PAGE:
Additionally, our subscribe feature will allow you to sign up to receive email updates (which will come at most once a week) letting you know about new blog posts. And, you can also enjoy our archive of posts over the years, or search for a specific post you read in the past.

As always, feel free to leave a comment here on the blog or via some of our social channels to tell us more about what you'd like to read about in future posts!

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Two Cents: A Venmo Podcast

· by Terri Burns, Developer Evangelist Intern

Welcome to Two Cents.

This summer podcast series will be following the internship of Terri Burns, a developer evangelist intern, and Cassidy Williams, a full-time software engineer and developer evangelist here at Venmo. Stay tuned to hear more about what it's like to work at Venmo, the current state of NYC's technology scene, and hear Terri and Cassidy's two cents on on a given topic in tech and in life each episode. It's a beautiful marriage of payments and podcasts. Catch the first episode, Get Gif-y With It, below:

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Venmo Paints the Town

· by Katie Mulligan, People Team

A few weeks ago, we sent some Venmo volunteers to help local artist Ellie Balk and the students at Brooklyn’s Green School finish up their annual mural. This isn’t just any old neighborhood beautification project: every year Ellie works together with the staff and students to design a mural based on the school’s math curriculum. This year’s project, Visualize Pi: Perspective, uses blocks of varying height and color to represent Pi.

Visualize Pi is an extraordinary program for Green School. It allows students to understand complex math concepts through design and feel ownership over a project that adds value to their neighborhood.

The Venmo volunteers jumped in towards the end of the painting week to help with some straight lines, ladder climbing, and detail work. We had a blast rolling up our sleeves, getting paint on our faces, and spending time outside in the sun. When we were painting with Ellie and the students, we really felt like we were making a direct impact in the community. People kept walking by to chat with us and thank us for adding a colorful flair to the neighborhood. It was an incredible feeling to step back at the end of the day and check out the beautiful result of everyone’s hard work.

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Coming Soon: Use your Fingerprint to unlock your Venmo App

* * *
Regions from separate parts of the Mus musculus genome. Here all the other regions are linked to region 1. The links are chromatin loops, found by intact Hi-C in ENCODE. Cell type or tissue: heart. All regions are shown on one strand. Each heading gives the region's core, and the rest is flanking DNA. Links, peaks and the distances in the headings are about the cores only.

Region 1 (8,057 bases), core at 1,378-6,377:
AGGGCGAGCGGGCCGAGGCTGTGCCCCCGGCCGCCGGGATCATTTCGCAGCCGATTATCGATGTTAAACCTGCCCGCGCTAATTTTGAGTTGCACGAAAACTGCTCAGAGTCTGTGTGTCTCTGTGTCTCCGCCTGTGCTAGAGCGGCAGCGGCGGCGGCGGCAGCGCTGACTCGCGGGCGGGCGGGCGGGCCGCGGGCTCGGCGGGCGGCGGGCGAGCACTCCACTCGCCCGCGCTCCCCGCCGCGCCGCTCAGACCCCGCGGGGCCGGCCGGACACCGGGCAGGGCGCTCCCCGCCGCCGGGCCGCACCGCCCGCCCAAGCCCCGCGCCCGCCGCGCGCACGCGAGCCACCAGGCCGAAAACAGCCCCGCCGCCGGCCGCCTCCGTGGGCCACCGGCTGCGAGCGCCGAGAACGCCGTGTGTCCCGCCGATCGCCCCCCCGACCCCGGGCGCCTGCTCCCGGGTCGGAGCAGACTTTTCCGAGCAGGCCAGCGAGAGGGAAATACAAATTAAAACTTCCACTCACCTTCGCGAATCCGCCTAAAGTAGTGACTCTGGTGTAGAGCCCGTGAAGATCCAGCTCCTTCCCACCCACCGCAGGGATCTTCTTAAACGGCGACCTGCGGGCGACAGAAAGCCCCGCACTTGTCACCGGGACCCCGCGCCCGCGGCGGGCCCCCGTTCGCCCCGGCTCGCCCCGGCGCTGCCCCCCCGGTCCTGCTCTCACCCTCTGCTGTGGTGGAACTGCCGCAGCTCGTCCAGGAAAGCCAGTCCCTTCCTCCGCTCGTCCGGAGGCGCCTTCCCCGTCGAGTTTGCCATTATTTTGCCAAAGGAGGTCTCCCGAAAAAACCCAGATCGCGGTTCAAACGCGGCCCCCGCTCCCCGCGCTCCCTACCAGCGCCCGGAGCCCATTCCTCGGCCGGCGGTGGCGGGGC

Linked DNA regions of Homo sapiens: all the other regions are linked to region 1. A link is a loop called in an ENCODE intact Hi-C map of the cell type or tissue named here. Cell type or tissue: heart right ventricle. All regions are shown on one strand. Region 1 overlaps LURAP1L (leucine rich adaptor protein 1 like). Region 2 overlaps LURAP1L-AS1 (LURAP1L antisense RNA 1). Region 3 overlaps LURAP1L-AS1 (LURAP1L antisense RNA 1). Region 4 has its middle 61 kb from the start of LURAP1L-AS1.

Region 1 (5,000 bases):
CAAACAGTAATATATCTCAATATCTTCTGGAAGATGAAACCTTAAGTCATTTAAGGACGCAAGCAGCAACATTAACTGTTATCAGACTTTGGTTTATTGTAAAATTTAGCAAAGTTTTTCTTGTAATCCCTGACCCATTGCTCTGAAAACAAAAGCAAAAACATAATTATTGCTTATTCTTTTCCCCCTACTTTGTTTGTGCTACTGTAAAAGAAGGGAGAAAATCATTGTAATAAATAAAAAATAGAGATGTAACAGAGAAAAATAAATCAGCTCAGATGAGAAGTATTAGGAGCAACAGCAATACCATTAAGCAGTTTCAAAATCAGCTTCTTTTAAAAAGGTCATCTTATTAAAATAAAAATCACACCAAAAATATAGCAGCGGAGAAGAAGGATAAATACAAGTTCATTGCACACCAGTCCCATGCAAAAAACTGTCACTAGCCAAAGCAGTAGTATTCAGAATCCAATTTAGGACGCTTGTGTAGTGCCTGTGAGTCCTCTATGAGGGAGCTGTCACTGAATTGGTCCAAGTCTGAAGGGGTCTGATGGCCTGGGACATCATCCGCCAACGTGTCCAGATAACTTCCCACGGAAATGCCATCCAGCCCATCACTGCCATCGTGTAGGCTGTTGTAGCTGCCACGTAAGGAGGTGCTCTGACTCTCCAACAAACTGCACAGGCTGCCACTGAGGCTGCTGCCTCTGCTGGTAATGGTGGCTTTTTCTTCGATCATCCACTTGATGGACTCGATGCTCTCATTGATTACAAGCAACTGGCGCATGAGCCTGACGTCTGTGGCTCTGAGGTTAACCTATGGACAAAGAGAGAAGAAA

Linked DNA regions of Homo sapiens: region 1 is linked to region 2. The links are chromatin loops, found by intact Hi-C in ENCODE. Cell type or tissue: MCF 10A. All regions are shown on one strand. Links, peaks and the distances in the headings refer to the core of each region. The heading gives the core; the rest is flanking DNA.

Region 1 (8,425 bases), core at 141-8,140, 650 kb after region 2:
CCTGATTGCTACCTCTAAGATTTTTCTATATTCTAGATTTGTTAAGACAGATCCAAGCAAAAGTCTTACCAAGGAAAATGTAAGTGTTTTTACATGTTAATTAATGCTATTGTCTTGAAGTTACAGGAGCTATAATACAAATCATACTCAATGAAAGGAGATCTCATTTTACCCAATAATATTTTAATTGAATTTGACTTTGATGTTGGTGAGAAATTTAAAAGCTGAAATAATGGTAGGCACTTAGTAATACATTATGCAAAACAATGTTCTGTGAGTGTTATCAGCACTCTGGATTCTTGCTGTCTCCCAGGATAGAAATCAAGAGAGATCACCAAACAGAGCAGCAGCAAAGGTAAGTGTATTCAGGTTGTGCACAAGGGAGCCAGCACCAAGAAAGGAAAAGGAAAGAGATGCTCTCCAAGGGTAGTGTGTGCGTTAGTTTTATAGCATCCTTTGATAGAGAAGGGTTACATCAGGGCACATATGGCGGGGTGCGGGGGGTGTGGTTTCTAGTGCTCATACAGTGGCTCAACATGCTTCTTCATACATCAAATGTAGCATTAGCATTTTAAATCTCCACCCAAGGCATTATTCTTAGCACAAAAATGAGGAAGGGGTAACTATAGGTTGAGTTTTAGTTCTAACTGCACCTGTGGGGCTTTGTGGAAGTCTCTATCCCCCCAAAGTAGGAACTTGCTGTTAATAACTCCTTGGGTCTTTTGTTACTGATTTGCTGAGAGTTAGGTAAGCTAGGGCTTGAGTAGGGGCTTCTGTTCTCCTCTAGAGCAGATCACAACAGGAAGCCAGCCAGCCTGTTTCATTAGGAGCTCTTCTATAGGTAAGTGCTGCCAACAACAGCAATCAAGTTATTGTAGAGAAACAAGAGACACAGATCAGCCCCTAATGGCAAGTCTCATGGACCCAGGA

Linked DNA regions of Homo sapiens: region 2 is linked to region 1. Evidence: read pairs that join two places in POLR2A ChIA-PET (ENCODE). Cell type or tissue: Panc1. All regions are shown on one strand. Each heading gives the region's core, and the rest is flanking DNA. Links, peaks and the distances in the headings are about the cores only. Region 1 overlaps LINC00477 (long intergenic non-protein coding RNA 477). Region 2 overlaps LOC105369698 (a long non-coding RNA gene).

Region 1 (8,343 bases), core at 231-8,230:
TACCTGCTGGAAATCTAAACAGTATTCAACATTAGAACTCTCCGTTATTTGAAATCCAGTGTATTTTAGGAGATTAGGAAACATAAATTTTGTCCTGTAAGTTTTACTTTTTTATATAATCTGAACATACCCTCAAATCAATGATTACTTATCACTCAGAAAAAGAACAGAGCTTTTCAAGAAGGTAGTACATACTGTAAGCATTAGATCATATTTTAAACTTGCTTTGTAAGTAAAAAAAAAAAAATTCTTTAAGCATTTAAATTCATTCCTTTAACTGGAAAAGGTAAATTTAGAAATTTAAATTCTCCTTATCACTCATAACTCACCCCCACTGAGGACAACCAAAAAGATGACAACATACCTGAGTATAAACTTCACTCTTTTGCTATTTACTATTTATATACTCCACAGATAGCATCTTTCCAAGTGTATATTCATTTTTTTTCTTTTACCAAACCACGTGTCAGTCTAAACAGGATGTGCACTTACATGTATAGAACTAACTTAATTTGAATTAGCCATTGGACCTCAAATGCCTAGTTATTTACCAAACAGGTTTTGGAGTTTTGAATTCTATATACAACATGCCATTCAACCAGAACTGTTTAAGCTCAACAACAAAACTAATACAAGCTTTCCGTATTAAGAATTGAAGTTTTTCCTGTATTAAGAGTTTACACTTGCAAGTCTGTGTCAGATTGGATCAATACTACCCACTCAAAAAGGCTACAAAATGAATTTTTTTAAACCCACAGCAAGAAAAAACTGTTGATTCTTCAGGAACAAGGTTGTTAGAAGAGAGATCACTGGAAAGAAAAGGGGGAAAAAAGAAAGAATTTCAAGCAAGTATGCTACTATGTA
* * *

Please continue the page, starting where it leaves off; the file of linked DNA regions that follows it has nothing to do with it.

· by Tiem Song, Android Engineer

Today, at Google I/O, Google unveiled Android M Developer Preview, which will include new fingerprint capability for Android devices when M rolls out, and we’ve integrated this new capability into the Venmo app.

Soon, consumers using Venmo on their Android device with a fingerprint sensor will be able to unlock their password protected Venmo app with their fingerprint instead of a PIN.

We’re always looking for ways to make Venmo simple and delightful to use, while keeping our high standards of security. Enabling fingerprint authentication on supported Android devices lets us maintain our security standards, yet reduce the friction of entering a PIN.

We’ll be rolling out the new Android-enabled fingerprint technology in the Venmo app later this year. Stay tuned to try it out!

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Introducing Emoji Autocomplete

· by Dasmer Singh, iOS Engineer

Venmo payment notes are more than just a memo for transaction history. They provide a social way to make and request payments in the news feed, and users often write clever and witty messages to express their reason for payment.

With close to a quarter of all Venmo notes using an emoji, we wanted to take a look at how we could make using an emoji easier and more fun for our users. That's why today, we are releasing the Emoji Autocomplete feature in the Venmo iOS app! Simply tap on the emoji button, type the name of the emoji you’re looking for, and select it from the list. Emoji are also suggested as you type a payment note.

For example if you type “pizza”, you will be given the option to use a:

instead, or if you type “rent”, you will be given the option to use the emoji combination:

Of course, if you ever want to turn emoji suggestions off, you can always flip the switch in Settings.

Emoji Autocomplete is available today in the App Store. We hope that you love the feature as much as we do. As always we love getting user feedback — whether good or bad, so let us know what you think!

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Keep the fight in the ring this weekend with Venmo

· by Matthew Hamilton, Product Manager

Put away your boxing gloves -- there's no need to fight your friends to get your money back when you order the Mayweather vs. Pacquiao fight on Pay-Per-View this Saturday, May 2nd.

HBO and Showtime, along with Mayweather Promotions and Top Rank, have launched an innovative mobile ad experience with agencies PHD New York and Undertone. All you have to do is tap the ad to open the Venmo app where you can easily add your friends to pay for the event. Check out the mobile ad on Thrillist as well as mobile sites for College Spun and Men’s Fitness.

Instead of getting knocked out with the cost of covering the event for all of your friends, you can easily get paid back with Venmo.